When I start a new semester recurrently ask myself: Which software engineering book to use? Yes, we need a book, as a reference point for students, a place where they can find the concepts, but classes actually diverge from it.
Classes where the teacher lists concepts, and there are a lot of concepts to learn in a introductory course on software engineering, are boring, they have the syndrome of slideware bullet driven presentations. Nevertheless, on the internet, we can find extensive information where professionals describe real problems and how they have dealt with them.
Therefore, teaching software engineering in the 21st century is both an easy and a challenging task; easy because there are so many great sources of information on software engineering written by professionals; challenging because these sources cannot be provided to students as is, they assume readers already master the basic concepts. Software engineers write descriptions of their professional experience that are full of, explicit and implicit, relations between concepts that a novice cannot fully grasp. The knowledge, the deep understanding of software engineering, is in these cross references. Learning is a process where the learner becomes aware of the relations between information. A software engineer is someone that creates software products by exercising these relations.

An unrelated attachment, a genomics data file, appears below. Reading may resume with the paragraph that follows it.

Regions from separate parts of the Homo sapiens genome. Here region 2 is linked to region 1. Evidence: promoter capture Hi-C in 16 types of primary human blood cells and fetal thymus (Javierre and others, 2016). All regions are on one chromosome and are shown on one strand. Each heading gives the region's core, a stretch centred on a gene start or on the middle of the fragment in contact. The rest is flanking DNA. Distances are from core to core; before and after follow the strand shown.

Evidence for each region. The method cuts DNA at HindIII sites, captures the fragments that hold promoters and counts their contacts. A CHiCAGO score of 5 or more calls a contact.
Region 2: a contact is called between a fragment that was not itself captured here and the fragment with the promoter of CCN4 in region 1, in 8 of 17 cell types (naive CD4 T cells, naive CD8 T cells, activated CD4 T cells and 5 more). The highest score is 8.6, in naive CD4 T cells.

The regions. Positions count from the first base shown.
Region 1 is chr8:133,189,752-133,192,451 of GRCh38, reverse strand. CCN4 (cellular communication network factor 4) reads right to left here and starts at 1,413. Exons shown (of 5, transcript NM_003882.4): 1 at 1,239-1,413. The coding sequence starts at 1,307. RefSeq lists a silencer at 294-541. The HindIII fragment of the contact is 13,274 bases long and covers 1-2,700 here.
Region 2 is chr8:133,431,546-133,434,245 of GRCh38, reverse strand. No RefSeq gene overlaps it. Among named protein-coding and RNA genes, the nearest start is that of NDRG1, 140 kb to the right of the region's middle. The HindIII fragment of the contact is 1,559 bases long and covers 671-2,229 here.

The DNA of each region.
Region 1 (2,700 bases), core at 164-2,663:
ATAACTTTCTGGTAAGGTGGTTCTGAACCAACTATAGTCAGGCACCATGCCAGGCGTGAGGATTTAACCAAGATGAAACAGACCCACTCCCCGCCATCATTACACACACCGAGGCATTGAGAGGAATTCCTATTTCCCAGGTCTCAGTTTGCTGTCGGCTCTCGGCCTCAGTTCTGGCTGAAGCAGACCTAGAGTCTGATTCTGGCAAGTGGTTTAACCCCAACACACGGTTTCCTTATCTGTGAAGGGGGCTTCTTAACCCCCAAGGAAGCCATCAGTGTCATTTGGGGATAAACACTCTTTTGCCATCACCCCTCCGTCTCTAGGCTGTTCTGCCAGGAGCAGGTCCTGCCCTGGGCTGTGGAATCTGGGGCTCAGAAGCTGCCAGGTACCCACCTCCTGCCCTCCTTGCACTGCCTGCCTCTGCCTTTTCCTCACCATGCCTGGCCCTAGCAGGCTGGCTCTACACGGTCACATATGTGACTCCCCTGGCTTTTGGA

It is frustrating to teach a software engineering course based on a book, from which you pick the concepts, and we can find the same concepts presented in different books, using different formulations, but, basically, slightly variations of the same concepts, and ending up preventing me from providing to students real case descriptions because, either, they do not conform to the book formulation, or are “too rich” to be understandable by them.
To cope with this frustration is this companion for. A place where I can relate concepts, highlight their nuances, explore the professionals best practices by establishing a net of references, and, more importantly, do not restrain myself to add more sources, just because they do not follow a style of presentation, a conceptual formulation, or a perspective on software engineering. Contrarily to a book, the companion is an open entry point from where the student can deepen her understanding and become self-sufficient, become a software engineer.
This software engineering companion intends to provide a conceptual framework, that together with the links to the sources of information, enable students to smoothly advance in their learning process, going deeper in the concepts and the practices of software engineering, becoming progressively acquainted with the language software engineers use everyday in their work.